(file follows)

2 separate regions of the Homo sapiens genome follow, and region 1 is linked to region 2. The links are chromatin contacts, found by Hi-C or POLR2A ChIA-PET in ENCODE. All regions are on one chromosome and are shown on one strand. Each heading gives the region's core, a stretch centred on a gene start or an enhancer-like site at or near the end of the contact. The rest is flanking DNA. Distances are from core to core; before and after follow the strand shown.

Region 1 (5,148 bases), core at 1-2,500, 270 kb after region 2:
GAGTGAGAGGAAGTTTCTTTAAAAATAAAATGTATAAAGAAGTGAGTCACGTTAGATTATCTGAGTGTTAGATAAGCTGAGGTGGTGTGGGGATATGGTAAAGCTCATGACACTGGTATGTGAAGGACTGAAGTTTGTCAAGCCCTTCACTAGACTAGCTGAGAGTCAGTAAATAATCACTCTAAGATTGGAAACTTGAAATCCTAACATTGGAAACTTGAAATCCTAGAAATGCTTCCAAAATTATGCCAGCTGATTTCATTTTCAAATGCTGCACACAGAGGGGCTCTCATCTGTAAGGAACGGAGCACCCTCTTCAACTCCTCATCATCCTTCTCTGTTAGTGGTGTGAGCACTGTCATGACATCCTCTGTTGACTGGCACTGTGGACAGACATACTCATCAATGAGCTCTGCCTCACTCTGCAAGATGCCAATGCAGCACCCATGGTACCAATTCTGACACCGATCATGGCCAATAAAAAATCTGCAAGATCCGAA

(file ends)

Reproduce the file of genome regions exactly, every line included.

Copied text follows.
2 separate regions of the Homo sapiens genome follow, and region 1 is linked to region 2. The links are chromatin contacts, found by Hi-C or POLR2A ChIA-PET in ENCODE. All regions are on one chromosome and are shown on one strand. Each heading gives the region's core, a stretch centred on a gene start or an enhancer-like site at or near the end of the contact. The rest is flanking DNA. Distances are from core to core; before and after follow the strand shown.

Region 1 (5,148 bases), core at 1-2,500, 270 kb after region 2:
GAGTGAGAGGAAGTTTCTTTAAAAATAAAATGTATAAAGAAGTGAGTCACGTTAGATTATCTGAGTGTTAGATAAGCTGAGGTGGTGTGGGGATATGGTAAAGCTCATGACACTGGTATGTGAAGGACTGAAGTTTGTCAAGCCCTTCACTAGACTAGCTGAGAGTCAGTAAATAATCACTCTAAGATTGGAAACTTGAAATCCTAACATTGGAAACTTGAAATCCTAGAAATGCTTCCAAAATTATGCCAGCTGATTTCATTTTCAAATGCTGCACACAGAGGGGCTCTCATCTGTAAGGAACGGAGCACCCTCTTCAACTCCTCATCATCCTTCTCTGTTAGTGGTGTGAGCACTGTCATGACATCCTCTGTTGACTGGCACTGTGGACAGACATACTCATCAATGAGCTCTGCCTCACTCTGCAAGATGCCAATGCAGCACCCATGGTACCAATTCTGACACCGATCATGGCCAATAAAAAATCTGCAAGATCCGAA